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Netflix is currently running a documentary miniseries ‘Pepsi, Where’s My Jet’, which follows the case of John Leonard and Todd Hoffman, who took on multi-billion dollar company Pepsico, Inc. for “breach of contract” when they failed to send him a US military grade Harrier II jump jet that he tried to ‘purchase’ by following instructions insinuated on a TV advertising campaign they were running. The claim – known as the “Pepsi Points Case”. Leonard v. Pepsico, Inc. – 210 F.3d 88 (2d Cir. 2000) – ultimately failed as the court found that Pepsi never meant to form a contractual offer with its advert for a Harrier jet in exchange for its promotional points.

Although this case is somewhat unusual due to its nature, breach of contract disputes between consumers and businesses do occur quite frequently. Being involved in any contract dispute can impact commercial relationships, hinder working practices, and cost a business time and money.

In this article, we answer some frequently asked questions about breach of contract disputes and what can be done if a breach of contract occurs.


What is a breach of contract?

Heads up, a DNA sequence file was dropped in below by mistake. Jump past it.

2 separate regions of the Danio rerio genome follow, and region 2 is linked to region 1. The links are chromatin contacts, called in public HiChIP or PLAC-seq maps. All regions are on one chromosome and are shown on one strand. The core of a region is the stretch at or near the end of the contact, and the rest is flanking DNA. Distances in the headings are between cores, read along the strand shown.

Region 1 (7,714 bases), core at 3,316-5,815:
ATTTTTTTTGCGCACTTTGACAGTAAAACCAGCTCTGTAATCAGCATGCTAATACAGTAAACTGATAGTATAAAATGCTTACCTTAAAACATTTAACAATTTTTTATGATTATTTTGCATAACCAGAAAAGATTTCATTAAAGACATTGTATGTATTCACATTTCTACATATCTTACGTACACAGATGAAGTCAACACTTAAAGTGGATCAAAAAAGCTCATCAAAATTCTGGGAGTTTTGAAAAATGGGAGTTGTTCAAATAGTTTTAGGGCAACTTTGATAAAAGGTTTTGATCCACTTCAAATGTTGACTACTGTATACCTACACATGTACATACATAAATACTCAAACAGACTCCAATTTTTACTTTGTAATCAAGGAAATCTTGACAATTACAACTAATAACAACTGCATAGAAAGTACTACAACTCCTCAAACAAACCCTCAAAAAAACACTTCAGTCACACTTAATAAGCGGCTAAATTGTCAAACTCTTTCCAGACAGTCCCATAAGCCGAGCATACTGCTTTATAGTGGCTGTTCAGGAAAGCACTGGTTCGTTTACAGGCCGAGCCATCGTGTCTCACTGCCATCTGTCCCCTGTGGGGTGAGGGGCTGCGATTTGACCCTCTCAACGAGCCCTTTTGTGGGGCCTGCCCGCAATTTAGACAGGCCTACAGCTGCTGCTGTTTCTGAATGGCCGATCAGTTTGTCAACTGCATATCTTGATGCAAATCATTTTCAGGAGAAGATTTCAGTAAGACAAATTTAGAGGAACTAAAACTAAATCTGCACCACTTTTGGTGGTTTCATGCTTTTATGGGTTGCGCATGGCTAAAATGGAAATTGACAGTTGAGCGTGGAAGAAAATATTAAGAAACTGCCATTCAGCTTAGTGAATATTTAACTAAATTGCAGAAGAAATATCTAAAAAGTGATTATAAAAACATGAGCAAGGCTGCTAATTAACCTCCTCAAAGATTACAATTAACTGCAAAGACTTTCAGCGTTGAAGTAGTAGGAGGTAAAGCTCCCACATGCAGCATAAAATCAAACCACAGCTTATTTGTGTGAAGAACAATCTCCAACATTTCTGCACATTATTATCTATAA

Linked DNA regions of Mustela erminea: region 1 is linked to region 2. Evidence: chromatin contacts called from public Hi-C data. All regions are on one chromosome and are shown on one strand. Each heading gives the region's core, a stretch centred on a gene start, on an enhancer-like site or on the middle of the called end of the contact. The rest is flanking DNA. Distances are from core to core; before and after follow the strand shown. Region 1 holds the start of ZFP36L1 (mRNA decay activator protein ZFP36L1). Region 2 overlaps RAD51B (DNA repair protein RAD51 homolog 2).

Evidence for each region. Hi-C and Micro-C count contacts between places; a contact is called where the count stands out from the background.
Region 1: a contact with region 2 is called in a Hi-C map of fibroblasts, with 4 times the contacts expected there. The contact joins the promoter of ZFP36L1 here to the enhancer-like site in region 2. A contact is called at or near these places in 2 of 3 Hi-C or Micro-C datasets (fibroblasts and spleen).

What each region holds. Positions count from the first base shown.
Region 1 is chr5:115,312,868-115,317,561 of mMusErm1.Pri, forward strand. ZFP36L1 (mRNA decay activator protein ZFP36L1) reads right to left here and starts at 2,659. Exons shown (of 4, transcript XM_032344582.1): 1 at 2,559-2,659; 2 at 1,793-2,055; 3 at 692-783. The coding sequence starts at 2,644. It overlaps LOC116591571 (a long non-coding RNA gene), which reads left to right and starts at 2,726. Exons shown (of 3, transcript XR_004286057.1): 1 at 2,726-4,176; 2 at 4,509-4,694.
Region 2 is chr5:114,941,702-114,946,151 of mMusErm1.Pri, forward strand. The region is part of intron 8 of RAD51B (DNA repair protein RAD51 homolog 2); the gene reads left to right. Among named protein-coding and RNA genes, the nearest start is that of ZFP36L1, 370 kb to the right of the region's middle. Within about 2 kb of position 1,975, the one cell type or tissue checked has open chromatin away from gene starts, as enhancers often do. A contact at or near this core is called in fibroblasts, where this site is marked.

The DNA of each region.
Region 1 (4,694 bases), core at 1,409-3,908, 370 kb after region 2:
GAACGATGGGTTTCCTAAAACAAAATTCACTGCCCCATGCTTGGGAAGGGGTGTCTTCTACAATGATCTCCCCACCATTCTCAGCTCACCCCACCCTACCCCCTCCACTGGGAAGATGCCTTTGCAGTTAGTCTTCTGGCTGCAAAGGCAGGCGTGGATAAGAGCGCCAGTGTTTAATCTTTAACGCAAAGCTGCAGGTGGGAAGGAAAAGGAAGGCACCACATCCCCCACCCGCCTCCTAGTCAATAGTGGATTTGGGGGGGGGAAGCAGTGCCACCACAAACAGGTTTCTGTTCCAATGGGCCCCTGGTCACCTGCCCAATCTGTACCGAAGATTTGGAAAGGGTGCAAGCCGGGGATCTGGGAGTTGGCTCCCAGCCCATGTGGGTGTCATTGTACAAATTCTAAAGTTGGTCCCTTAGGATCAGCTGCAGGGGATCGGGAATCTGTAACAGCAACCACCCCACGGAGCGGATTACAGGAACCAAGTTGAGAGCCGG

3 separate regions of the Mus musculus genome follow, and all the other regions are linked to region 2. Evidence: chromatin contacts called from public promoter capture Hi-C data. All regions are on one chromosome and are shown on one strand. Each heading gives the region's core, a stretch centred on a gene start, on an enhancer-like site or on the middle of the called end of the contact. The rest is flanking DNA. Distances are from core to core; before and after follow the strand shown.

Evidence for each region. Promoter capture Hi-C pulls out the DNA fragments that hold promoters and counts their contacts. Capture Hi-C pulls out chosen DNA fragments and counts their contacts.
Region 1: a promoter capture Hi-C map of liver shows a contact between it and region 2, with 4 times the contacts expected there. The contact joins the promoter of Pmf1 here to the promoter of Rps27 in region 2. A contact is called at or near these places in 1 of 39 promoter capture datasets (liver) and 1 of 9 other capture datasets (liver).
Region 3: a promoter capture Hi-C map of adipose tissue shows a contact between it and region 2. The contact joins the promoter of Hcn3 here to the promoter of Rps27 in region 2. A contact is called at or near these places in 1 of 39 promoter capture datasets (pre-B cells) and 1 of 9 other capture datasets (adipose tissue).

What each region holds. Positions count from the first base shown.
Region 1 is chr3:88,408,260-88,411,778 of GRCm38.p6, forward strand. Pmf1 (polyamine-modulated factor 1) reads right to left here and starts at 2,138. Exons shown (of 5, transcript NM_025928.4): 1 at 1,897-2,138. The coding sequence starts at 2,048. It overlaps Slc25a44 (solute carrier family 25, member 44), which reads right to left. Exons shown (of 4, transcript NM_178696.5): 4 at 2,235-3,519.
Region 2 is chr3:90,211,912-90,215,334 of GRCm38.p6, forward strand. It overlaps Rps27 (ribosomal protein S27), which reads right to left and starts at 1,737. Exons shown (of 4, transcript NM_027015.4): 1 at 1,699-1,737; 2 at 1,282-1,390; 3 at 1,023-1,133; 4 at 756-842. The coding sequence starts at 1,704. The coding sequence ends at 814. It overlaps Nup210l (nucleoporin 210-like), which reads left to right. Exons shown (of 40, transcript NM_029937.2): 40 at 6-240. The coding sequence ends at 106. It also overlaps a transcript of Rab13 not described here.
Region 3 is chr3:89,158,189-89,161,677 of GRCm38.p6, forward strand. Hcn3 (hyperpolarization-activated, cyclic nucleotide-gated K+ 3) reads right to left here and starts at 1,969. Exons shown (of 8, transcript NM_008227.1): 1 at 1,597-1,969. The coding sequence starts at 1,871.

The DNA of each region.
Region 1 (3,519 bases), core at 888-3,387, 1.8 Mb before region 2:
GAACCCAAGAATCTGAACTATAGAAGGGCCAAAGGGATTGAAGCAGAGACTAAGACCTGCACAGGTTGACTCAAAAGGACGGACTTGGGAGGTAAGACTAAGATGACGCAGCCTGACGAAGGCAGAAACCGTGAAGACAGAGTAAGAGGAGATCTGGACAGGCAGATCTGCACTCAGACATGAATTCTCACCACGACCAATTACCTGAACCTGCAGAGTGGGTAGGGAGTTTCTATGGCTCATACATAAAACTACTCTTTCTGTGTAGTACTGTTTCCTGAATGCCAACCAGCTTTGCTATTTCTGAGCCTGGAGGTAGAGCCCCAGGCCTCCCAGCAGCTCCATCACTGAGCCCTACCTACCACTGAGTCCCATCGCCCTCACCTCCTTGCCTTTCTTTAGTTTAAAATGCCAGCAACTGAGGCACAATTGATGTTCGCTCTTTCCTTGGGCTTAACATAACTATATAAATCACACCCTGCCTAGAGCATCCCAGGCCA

A contract is normally always legally binding and typically holds weight in court. Although, it must be proved that both parties entered the contract fairly and knowingly. A breach of contract does not necessarily only apply to written contracts or agreements. A breach can be applied to a verbal, written, or implied contract term. However, it must be proved that a breach occurred. A breach of contract happens when one party breaks one of the ‘terms or conditions’ within the agreement or fails to deliver their obligations under their contract. Contract disputes can occur for various reasons, ranging from a late payment to a more serious offence where one party suffers damages or losses due to the breach.

Here are some examples of where a breach can occur, including but not limited to:

  • A party’s refusal to perform their duties in a contract